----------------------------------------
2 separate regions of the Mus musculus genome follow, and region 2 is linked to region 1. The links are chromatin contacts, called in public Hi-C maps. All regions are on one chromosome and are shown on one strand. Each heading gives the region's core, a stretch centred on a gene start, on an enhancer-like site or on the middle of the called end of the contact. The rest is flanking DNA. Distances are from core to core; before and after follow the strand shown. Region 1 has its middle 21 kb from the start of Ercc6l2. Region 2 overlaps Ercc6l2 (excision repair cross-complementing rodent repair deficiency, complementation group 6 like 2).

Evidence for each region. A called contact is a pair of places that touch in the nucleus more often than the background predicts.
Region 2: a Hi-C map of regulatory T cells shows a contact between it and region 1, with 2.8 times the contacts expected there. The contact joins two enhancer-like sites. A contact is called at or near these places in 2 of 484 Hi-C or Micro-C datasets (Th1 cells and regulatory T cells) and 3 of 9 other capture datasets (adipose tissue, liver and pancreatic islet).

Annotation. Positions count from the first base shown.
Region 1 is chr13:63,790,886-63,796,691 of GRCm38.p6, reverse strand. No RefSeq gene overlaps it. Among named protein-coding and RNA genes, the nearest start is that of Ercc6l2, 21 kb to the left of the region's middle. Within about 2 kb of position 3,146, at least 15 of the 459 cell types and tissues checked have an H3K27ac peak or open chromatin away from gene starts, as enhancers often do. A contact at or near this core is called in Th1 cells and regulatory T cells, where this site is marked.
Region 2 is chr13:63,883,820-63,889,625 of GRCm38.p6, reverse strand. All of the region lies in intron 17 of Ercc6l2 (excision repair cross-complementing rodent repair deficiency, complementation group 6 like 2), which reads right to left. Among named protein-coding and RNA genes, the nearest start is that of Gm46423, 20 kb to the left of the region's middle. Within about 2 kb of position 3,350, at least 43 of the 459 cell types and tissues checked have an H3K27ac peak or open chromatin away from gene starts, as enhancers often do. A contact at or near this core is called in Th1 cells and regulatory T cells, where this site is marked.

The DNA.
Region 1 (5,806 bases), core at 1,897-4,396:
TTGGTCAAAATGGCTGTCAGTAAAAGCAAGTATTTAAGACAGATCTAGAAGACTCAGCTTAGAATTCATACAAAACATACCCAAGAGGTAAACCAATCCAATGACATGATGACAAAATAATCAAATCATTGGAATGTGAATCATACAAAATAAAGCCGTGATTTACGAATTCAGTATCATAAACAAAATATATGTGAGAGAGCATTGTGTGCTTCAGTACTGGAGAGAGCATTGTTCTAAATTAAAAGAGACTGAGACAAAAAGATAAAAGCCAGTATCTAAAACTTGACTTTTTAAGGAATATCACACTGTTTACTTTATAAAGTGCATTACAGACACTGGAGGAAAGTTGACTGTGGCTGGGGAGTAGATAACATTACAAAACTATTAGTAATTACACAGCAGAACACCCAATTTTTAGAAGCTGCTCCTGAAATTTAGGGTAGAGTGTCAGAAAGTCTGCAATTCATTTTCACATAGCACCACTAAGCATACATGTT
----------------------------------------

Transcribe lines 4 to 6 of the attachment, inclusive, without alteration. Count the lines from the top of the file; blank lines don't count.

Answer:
Annotation. Positions count from the first base shown.
Region 1 is chr13:63,790,886-63,796,691 of GRCm38.p6, reverse strand. No RefSeq gene overlaps it. Among named protein-coding and RNA genes, the nearest start is that of Ercc6l2, 21 kb to the left of the region's middle. Within about 2 kb of position 3,146, at least 15 of the 459 cell types and tissues checked have an H3K27ac peak or open chromatin away from gene starts, as enhancers often do. A contact at or near this core is called in Th1 cells and regulatory T cells, where this site is marked.
Region 2 is chr13:63,883,820-63,889,625 of GRCm38.p6, reverse strand. All of the region lies in intron 17 of Ercc6l2 (excision repair cross-complementing rodent repair deficiency, complementation group 6 like 2), which reads right to left. Among named protein-coding and RNA genes, the nearest start is that of Gm46423, 20 kb to the left of the region's middle. Within about 2 kb of position 3,350, at least 43 of the 459 cell types and tissues checked have an H3K27ac peak or open chromatin away from gene starts, as enhancers often do. A contact at or near this core is called in Th1 cells and regulatory T cells, where this site is marked.